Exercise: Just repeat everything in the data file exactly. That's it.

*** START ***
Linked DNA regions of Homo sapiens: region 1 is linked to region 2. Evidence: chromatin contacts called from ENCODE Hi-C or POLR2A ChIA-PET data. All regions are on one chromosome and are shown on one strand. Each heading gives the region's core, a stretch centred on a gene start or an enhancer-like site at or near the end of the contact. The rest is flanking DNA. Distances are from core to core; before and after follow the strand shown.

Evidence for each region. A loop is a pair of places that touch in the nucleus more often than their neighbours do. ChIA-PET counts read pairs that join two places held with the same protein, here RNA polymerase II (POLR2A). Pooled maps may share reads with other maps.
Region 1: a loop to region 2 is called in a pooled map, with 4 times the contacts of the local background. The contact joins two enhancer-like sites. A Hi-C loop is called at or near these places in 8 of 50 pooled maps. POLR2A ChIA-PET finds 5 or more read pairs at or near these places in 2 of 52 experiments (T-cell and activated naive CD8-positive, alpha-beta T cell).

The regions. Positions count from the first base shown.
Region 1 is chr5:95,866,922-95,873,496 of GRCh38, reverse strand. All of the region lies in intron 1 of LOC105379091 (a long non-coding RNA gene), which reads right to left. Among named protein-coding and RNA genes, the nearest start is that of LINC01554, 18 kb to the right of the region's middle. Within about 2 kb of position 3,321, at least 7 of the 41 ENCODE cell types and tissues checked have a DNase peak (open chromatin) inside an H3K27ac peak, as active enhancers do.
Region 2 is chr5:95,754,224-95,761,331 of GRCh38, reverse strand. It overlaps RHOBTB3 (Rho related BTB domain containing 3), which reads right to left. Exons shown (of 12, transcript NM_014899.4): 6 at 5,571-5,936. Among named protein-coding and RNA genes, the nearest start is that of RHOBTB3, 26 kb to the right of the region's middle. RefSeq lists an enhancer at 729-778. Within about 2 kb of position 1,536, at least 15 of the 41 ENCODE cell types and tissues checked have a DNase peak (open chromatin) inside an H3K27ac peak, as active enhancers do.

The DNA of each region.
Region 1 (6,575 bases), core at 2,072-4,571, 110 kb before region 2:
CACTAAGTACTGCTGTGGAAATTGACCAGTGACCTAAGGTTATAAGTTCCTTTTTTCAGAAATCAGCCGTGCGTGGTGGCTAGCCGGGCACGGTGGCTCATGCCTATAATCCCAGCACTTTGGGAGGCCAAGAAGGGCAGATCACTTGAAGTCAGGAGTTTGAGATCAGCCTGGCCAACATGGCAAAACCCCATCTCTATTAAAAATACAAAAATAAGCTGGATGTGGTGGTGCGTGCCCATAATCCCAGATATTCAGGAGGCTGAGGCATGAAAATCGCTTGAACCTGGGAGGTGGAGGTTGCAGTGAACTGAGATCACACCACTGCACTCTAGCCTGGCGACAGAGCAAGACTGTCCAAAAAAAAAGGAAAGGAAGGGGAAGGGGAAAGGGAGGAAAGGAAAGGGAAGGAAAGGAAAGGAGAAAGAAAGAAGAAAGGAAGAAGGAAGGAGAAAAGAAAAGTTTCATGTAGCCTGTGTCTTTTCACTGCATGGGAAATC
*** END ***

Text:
Linked DNA regions of Homo sapiens: region 1 is linked to region 2. Evidence: chromatin contacts called from ENCODE Hi-C or POLR2A ChIA-PET data. All regions are on one chromosome and are shown on one strand. Each heading gives the region's core, a stretch centred on a gene start or an enhancer-like site at or near the end of the contact. The rest is flanking DNA. Distances are from core to core; before and after follow the strand shown.

Evidence for each region. A loop is a pair of places that touch in the nucleus more often than their neighbours do. ChIA-PET counts read pairs that join two places held with the same protein, here RNA polymerase II (POLR2A). Pooled maps may share reads with other maps.
Region 1: a loop to region 2 is called in a pooled map, with 4 times the contacts of the local background. The contact joins two enhancer-like sites. A Hi-C loop is called at or near these places in 8 of 50 pooled maps. POLR2A ChIA-PET finds 5 or more read pairs at or near these places in 2 of 52 experiments (T-cell and activated naive CD8-positive, alpha-beta T cell).

The regions. Positions count from the first base shown.
Region 1 is chr5:95,866,922-95,873,496 of GRCh38, reverse strand. All of the region lies in intron 1 of LOC105379091 (a long non-coding RNA gene), which reads right to left. Among named protein-coding and RNA genes, the nearest start is that of LINC01554, 18 kb to the right of the region's middle. Within about 2 kb of position 3,321, at least 7 of the 41 ENCODE cell types and tissues checked have a DNase peak (open chromatin) inside an H3K27ac peak, as active enhancers do.
Region 2 is chr5:95,754,224-95,761,331 of GRCh38, reverse strand. It overlaps RHOBTB3 (Rho related BTB domain containing 3), which reads right to left. Exons shown (of 12, transcript NM_014899.4): 6 at 5,571-5,936. Among named protein-coding and RNA genes, the nearest start is that of RHOBTB3, 26 kb to the right of the region's middle. RefSeq lists an enhancer at 729-778. Within about 2 kb of position 1,536, at least 15 of the 41 ENCODE cell types and tissues checked have a DNase peak (open chromatin) inside an H3K27ac peak, as active enhancers do.

The DNA of each region.
Region 1 (6,575 bases), core at 2,072-4,571, 110 kb before region 2:
CACTAAGTACTGCTGTGGAAATTGACCAGTGACCTAAGGTTATAAGTTCCTTTTTTCAGAAATCAGCCGTGCGTGGTGGCTAGCCGGGCACGGTGGCTCATGCCTATAATCCCAGCACTTTGGGAGGCCAAGAAGGGCAGATCACTTGAAGTCAGGAGTTTGAGATCAGCCTGGCCAACATGGCAAAACCCCATCTCTATTAAAAATACAAAAATAAGCTGGATGTGGTGGTGCGTGCCCATAATCCCAGATATTCAGGAGGCTGAGGCATGAAAATCGCTTGAACCTGGGAGGTGGAGGTTGCAGTGAACTGAGATCACACCACTGCACTCTAGCCTGGCGACAGAGCAAGACTGTCCAAAAAAAAAGGAAAGGAAGGGGAAGGGGAAAGGGAGGAAAGGAAAGGGAAGGAAAGGAAAGGAGAAAGAAAGAAGAAAGGAAGAAGGAAGGAGAAAAGAAAAGTTTCATGTAGCCTGTGTCTTTTCACTGCATGGGAAATC